In 4:1, the heirs were children, back in the prisoner / schoolmaster period of the law. They own the whole estate, they’re going to receive everything, but they’re still subject to guardians and trustees - they’re just like a slave.

Or, to give an up to date example. Now, perish the thought this would happen, but if the Queen, and Prince Charles and Prince William were all to perish, then who would be king? Prince George. But he’s just 4. How could he be king? There would be a Regent appointed, someone to rule on his behalf, until he came of age.

And Paul says it’s the same with us. Until we come to faith, we’re slaves (even though we’re going to be heirs). That’s what used to be the case. ‘But when the time had fully come, God sent his Son, born of a woman, born under law, to redeem those under law, that we might receive the full rights of sons.’

Now, hopefully you remembered to change your clocks last night, or managed to work out if your phone would automatically change to the right time. Hopefully no one turned up just before 10am thinking it was 11am. It’s the spring time change that’s more dangerous - I’ve had people arriving as the service is ending thinking they’re just on time... But Paul says that at just the right time, when the time had fully come, God sent Jesus - born of a woman (fulfilling the promise to Eve that her seed would come), born under law (fulfilling the law and perfectly obeying it), to redeem those under law.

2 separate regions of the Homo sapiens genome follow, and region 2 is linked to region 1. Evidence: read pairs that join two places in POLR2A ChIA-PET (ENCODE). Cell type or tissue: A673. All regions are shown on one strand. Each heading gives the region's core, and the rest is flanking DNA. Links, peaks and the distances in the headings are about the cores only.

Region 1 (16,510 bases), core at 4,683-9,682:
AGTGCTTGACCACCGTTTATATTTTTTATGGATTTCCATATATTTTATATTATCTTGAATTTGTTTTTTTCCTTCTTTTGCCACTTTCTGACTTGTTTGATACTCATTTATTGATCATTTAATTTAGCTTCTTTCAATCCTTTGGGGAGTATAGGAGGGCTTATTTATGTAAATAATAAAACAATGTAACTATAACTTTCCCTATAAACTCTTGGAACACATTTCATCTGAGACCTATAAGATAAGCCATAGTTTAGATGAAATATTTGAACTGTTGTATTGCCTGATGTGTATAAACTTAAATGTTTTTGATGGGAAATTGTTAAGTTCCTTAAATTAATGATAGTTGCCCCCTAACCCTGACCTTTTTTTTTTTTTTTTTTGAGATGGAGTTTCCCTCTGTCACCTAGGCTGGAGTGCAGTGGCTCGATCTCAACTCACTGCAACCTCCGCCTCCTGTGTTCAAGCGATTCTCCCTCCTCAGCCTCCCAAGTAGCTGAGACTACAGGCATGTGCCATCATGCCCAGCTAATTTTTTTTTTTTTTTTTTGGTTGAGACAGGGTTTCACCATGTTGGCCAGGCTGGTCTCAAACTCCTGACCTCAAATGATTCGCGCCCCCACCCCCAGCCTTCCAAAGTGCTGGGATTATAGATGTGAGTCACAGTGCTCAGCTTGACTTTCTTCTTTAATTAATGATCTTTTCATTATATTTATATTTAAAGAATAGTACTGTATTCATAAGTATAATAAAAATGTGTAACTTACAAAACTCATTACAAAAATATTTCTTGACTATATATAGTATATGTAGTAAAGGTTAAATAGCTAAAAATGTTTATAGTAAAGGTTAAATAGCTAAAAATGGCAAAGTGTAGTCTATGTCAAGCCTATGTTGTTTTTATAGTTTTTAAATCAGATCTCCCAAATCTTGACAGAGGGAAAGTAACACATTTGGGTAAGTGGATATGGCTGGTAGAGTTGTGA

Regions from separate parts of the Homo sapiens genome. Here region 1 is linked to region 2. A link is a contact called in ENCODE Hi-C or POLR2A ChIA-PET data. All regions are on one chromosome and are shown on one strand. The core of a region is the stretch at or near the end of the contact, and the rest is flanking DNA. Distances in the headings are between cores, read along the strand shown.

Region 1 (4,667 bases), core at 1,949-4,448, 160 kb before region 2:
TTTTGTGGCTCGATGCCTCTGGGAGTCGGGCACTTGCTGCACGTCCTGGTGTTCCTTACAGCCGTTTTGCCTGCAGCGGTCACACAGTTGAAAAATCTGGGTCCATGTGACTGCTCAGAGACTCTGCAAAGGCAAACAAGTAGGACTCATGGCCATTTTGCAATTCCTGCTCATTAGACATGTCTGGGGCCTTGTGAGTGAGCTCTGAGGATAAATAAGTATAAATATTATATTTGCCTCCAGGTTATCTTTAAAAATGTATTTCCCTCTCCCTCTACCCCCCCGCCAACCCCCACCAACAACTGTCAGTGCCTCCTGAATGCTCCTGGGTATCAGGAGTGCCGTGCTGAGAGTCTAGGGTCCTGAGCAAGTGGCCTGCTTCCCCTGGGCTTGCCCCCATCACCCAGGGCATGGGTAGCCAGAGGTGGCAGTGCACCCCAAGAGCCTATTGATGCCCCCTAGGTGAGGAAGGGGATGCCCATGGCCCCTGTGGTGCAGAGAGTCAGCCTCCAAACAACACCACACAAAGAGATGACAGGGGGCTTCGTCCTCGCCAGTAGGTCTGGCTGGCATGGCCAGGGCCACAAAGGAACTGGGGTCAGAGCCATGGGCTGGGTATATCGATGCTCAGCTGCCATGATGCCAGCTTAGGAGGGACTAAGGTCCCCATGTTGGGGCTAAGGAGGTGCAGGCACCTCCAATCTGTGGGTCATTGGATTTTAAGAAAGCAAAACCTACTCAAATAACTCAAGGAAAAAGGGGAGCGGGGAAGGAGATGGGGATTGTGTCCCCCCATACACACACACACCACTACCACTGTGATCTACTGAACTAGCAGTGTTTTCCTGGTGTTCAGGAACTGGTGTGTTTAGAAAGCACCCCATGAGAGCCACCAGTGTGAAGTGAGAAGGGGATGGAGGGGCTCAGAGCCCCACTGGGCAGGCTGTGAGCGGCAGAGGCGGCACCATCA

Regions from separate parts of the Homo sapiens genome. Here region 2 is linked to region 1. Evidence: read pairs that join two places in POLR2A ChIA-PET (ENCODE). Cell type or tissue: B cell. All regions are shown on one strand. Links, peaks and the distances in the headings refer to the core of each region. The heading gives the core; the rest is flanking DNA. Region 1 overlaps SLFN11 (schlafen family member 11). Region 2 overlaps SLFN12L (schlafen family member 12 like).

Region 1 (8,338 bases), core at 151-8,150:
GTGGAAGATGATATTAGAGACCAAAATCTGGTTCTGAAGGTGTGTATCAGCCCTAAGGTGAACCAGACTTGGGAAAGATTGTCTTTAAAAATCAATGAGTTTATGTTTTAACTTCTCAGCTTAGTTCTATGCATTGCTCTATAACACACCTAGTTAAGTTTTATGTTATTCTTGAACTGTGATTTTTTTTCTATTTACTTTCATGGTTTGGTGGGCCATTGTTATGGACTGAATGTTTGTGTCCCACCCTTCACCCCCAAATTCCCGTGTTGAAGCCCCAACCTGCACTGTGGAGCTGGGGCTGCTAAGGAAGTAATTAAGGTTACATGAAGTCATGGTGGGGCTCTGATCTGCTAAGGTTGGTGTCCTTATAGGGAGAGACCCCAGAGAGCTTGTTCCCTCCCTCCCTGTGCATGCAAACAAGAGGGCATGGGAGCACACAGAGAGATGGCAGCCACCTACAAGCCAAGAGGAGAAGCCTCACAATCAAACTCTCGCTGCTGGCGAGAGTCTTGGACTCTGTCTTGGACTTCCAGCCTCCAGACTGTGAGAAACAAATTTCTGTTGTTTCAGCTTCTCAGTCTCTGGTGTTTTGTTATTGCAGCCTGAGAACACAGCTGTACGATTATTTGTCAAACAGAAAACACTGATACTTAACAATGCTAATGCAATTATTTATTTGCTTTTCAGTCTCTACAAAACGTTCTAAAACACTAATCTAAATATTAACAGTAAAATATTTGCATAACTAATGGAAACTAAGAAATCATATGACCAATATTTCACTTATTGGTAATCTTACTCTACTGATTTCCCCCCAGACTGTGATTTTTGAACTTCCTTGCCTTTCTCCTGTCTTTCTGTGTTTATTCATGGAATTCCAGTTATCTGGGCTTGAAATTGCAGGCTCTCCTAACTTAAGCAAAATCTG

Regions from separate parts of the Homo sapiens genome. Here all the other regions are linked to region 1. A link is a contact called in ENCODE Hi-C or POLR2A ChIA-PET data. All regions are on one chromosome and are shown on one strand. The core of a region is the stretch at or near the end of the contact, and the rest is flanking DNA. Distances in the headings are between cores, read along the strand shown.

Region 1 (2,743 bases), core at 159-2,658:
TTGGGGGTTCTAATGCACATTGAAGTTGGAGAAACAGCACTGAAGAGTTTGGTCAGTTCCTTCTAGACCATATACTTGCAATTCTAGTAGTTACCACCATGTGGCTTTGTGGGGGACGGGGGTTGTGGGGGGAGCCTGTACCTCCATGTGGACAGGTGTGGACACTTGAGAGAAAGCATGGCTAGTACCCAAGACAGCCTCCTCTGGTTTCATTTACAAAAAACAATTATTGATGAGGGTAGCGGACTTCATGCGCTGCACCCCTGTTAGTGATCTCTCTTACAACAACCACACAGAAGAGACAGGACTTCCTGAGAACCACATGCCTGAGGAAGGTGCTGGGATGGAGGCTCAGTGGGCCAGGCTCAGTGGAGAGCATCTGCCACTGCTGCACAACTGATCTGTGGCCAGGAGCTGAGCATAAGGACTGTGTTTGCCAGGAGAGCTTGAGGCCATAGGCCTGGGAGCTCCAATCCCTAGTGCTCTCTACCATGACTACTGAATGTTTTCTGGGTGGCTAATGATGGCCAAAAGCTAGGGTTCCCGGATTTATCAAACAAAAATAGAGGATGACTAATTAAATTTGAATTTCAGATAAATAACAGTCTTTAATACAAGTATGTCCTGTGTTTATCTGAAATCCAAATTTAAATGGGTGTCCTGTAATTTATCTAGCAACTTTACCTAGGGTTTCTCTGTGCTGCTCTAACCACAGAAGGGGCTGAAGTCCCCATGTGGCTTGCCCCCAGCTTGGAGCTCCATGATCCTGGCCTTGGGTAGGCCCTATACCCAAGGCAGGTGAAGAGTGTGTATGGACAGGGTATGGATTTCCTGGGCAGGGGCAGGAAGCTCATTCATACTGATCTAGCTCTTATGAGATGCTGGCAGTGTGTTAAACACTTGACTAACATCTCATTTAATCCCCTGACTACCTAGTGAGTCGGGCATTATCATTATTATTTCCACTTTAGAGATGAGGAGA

When we come to faith, it’s as if we are coming of age, entering into our inheritance, receiving the full blessing of heirs and sons. And what is the blessing? It’s the one we saw last week - ‘Because you are sons, God sent the Spirit of his Son into our hearts, the Spirit who calls out, ‘Abba, Father.’

We’re not just forgiven, we’re also family. We’re not just saved, we’re also sons. We have the Spirit, the Spirit of Jesus the Son, the Spirit who confirms that we are God’s sons by calling out ‘Abba, Father.’ We have freedom in Christ - no longer slaves, but sons; and because we’re sons, we’re also heirs.

We’ve covered a lot of ground this morning. At times I wondered if I’d bitten off more than I could chew. But God is telling us today that we are named in his will; his blessings are ours, because we’re not just forgiven, we’re his family. We’re not slaves, we’re saved. We’re not just saved, we’re his sons.

This is who you are. So live out of this identity - I am a child of the heavenly Father, redeemed by his Son, and filled with his Spirit, receiving all his blessings, and it can’t be amended or taken away from me.

This sermon was preached in St Matthew's Church, Richhill on Sunday morning 29th October 2017.

No comments:

Post a Comment